Bass Communion

Album Title: 
Sisters Oregon
Release Date: 
Sunday, October 1, 2017
Review Type: 

Porcupine Tree frontman Steven Wilson acts under some other synonyms too. One of them is Bass Communion, which is a totally different outlet compared to his Rock-oriented bands or projects like, for example, higher mentioned Porcupine Tree, Storm Corrosion, Blackfield or Incredible Expanding Mindfuck.

Under the Bass Communion moniker, Steven records and releases material as from the end of last century, often joined by befriended musicians like Dirk Serries, Colin Potter or Muslimgauze. His latest recording is Sisters Oregon, getting released on vinyl (10”) via Substantia Innominata, a series under the protecting wings of Bremen, Germany based ‘Non-Entertaining Muzak’ label Drone Records. It comes in an edition of 500 copies, including stunning, appropriate cover artwork by Carl Glover, who did collaborate with Steven Wilson a thousand times before.

Steven stated that this work is especially based on a ‘gig’ by a boys choir in London, which is quite a mysterious message – especially for I do not hear any boys singing around. But ‘mystery’ for sure is a keyword on this record. For (unfortunately) less than half an hour, four mystic and dreamlike pieces of Drone / Dark Ambient pass through, accompanying the listener through mental dimensions of the unknown. It’s like long-stretched waves of post-mortal imagination, a sonic expression of spiritual beauty and introvert despair at the same time. Floating layers of soundwaves are interspersed by subtly hidden sound collages, far away and distant, yet remarkably present as well. It makes me sad and humble at the one hand, and enlightened, even levitating at the other (not literally; I’m still sitting on my chair). It does remind me of some material on Cryo Chamber or Cyclic Law, for what it’s worth.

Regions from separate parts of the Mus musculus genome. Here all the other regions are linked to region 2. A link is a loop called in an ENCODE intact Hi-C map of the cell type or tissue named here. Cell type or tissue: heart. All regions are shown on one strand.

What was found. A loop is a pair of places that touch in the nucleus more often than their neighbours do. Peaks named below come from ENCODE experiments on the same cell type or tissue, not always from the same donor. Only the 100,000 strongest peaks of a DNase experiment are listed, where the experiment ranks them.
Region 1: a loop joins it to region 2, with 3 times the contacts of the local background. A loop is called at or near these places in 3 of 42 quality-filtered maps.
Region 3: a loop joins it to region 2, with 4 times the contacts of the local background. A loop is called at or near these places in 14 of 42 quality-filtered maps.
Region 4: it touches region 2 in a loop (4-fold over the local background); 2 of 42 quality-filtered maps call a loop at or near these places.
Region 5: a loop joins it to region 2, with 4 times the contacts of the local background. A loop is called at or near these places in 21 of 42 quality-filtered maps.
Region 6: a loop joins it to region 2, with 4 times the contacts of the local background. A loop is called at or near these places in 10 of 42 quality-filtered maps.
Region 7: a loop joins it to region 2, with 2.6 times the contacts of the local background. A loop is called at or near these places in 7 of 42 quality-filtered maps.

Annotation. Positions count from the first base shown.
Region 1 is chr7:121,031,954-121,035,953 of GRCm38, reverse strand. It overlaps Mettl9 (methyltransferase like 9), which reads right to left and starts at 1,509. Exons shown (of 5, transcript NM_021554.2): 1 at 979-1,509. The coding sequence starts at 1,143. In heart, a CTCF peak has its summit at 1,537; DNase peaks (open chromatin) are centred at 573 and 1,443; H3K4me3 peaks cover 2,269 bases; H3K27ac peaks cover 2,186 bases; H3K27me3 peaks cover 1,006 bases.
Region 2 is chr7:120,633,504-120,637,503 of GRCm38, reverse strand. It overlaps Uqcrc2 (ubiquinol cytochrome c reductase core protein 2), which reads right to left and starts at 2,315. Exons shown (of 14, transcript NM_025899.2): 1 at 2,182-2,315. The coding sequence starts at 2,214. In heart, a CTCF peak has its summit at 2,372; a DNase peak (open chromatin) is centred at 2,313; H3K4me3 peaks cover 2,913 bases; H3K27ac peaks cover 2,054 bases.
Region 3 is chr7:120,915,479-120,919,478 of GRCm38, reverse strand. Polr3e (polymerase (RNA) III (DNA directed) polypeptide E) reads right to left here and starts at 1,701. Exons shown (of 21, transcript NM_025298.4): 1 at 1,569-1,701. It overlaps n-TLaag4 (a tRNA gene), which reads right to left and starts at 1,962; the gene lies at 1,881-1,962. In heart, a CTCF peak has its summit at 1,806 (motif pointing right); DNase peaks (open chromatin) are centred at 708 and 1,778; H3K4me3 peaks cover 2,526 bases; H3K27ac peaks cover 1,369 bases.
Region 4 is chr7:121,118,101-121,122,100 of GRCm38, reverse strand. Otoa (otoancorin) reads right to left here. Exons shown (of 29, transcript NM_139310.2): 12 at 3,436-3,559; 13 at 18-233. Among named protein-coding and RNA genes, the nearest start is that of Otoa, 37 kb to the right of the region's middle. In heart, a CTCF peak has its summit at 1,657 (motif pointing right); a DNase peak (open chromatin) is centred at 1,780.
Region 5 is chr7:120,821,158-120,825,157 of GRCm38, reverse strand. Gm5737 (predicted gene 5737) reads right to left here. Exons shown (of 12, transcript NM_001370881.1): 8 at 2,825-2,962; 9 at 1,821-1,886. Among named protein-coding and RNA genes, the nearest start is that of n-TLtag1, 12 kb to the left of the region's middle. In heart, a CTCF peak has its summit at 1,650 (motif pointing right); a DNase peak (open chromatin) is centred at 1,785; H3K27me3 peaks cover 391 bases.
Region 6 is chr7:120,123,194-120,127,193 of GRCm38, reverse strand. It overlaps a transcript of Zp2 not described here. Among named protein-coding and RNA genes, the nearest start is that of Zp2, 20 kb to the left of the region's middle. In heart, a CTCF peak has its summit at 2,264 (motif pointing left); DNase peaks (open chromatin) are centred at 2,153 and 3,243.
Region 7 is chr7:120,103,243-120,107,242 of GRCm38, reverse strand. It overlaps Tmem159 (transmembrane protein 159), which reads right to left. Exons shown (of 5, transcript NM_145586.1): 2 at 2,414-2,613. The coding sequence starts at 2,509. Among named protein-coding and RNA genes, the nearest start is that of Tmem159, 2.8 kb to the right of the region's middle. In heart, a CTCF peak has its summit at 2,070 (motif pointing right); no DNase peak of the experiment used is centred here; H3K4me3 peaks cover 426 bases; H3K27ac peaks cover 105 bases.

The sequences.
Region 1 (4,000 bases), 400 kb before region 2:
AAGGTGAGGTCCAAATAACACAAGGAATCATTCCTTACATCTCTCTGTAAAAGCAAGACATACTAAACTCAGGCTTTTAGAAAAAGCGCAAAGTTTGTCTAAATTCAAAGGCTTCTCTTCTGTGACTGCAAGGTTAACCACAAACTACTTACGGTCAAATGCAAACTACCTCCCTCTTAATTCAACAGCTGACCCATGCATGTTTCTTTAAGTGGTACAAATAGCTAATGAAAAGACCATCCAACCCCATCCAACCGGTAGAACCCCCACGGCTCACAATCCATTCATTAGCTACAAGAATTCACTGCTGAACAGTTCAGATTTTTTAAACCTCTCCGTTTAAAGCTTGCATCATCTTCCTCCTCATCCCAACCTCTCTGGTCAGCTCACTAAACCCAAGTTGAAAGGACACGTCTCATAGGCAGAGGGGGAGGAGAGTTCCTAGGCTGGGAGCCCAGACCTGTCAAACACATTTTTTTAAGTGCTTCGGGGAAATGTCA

Both sides are strongly comparable, yet despite the monotonous approach, there is such a rich sonority. Some deep listens reveal a magnificent and glorious adventure, a quest for deepness and contemplation, a travel towards self-development and self-discovery. This is like the manual that guides you from birth to death, from death to afterlife, through vast landscapes of nothingness, in order to find the meaning of our raison d’être. It’s lovely to be part of that search when having Sisters Oregon (no idea what this title exactly means) surrounding me, injecting my eardrums with carefully balanced soundscapes.